We asked: Is it gross to put luggage on your bed?

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You might not get a flesh-eating infection, but doctors do have one big concern for unpacking your bag where you sleep

Traveling has always come with complications. Our By The Way Concierge column will take your travel dilemmas to the experts to help you navigate the new normal. Want to see your question answered? Submit it here.

Is it actually a health risk to put your suitcase on your bed after you travel, or is it just gross? It’s a question our By The Way team has debated for years — and our editor’s No. 1 pet peeve. After the issue came up again in a recent article, we decided to take a longer look at the topic.

I’m guilty of this “red-flag behavior” myself. Before and after every trip, I flop my duffle bag on my bed to pack and unpack. It’s the easiest way to access both my closet and my laundry basket. It’s also a disgusting concept to many, many people.

When I posed the question of this week’s column on Instagram earlier this week, dozens of people replied with their rage.

“This is a crime!” one person wrote.

“I just threw up a little in my mouth,” said another.

Other replies included varying degrees of profanity.

Their argument: Think about where your luggage has been. We roll suitcases across sidewalks where rats were smooshed; drag them over soiled hotel carpets; and set them on airport bathrooms where … I’ll stop.

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But “gross” is different than bad for you. Is there any reason my dirtbag behavior is actually risky?

Right out of the gate, Lin H. Chen, an associate professor at Harvard Medical School and the director of the Travel Medicine Center at Mount Auburn Hospital, sided with my online haters.

“My common sense says I would not want to put my suitcase on the bed that I’m going to sleep in because of where the suitcases have traveled,” she said.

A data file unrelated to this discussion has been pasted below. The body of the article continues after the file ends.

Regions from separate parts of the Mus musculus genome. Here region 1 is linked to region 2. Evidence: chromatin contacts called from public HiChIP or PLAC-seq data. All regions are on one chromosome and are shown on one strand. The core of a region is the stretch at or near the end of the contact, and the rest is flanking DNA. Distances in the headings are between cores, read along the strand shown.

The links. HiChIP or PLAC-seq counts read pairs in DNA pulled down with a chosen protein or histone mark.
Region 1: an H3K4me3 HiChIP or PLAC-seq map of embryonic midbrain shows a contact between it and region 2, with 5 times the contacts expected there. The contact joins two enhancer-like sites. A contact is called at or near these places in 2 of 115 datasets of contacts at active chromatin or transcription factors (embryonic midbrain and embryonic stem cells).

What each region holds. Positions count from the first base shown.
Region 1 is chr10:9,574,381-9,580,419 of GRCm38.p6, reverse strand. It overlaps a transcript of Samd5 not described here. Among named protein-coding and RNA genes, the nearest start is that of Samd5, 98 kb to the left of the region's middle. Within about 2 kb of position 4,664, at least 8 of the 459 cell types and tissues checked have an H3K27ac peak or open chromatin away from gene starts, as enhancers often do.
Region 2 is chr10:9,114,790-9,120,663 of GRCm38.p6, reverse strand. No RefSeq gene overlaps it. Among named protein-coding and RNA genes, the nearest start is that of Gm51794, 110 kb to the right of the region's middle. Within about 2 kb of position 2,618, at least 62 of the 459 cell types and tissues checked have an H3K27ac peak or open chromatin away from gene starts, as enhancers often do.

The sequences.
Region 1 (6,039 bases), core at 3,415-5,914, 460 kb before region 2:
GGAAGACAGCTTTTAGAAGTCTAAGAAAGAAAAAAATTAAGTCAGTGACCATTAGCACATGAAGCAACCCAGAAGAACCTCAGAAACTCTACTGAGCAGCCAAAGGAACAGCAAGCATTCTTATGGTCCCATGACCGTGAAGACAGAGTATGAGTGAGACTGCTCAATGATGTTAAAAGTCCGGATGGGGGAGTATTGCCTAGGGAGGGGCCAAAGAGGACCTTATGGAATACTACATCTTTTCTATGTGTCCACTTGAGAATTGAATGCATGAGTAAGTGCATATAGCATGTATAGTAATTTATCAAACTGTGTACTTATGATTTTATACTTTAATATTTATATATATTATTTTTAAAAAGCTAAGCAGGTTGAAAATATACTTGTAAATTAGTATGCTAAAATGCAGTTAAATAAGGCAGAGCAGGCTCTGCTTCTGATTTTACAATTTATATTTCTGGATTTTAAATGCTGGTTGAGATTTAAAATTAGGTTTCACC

Mark Gendreau, a physician and the chief medical officer of Beverly and Addison Gilbert hospitals in Massachusetts, said about the same: “I don’t think it’s a good idea to come home and put your suitcase on your bed.”

Even so, Gendreau doesn’t recommend going for a “Bubble Boy” approach to travel.

“You probably already have a ton of bacteria that you picked up from hotels or travels or school or work that are just part of your natural flora,” he said.

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“The possibility of flesh-eating bacteria” coming home on your bag “would be extremely rare,” Gendreau said. Our bodies are used to fighting off or working with the many microorganisms we encounter on our suitcase and elsewhere. So “if you’re healthy and your immune system is intact for the most part, it shouldn’t be an issue whatsoever,” he added.

Instead of MRSA, Gendreau and Chen both said their chief concern for on-bed packing is bedbugs. (Yes, even if you’re not in Paris.)

Bedbugs are known to hang out in travel hot spots such as hotels, trains and cruise ships, as well as their usual haunts, such as apartments. Should they end up in your suitcase on a trip, you don’t want to deliver them straight to your own bed.

So where should you park your luggage? Chen opts for the top of a cabinet or dresser, a suitcase rack or even the floor. Gendreau recommends simply unloading where you do your laundry. And after you roll through puddles or buses or train stations, both recommend cleaning off your bag with a disinfecting wipe.

After our call, Chen continued investigating the topic and looked to see whether there has been any recent research. She couldn’t find anything with respect to microbes or infectious agents on suitcases, but her advice still stood: Keep your suitcase off your bed.

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More travel tips

Vacation planning: Start with a strategy to maximize days off by taking PTO around holidays. Experts recommend taking multiple short trips for peak happiness. Want to take an ambitious trip? Here are 12 destinations to try this year — without crowds.

Cheap flights: Follow our best advice for scoring low airfare, including setting flight price alerts and subscribing to deal newsletters. If you’re set on an expensive getaway, here’s a plan to save up without straining your credit limit.

Airport chaos: We’ve got advice for every scenario, from canceled flights to lost luggage. Stuck at the rental car counter? These tips can speed up the process. And following these 52 rules of flying should make the experience better for everyone.

Expert advice: Our By The Way Concierge solves readers’ dilemmas, including whether it’s okay to ditch a partner at security, or what happens if you get caught flying with weed. Submit your question here. Or you could look to the gurus: Lonely Planet and Rick Steves.

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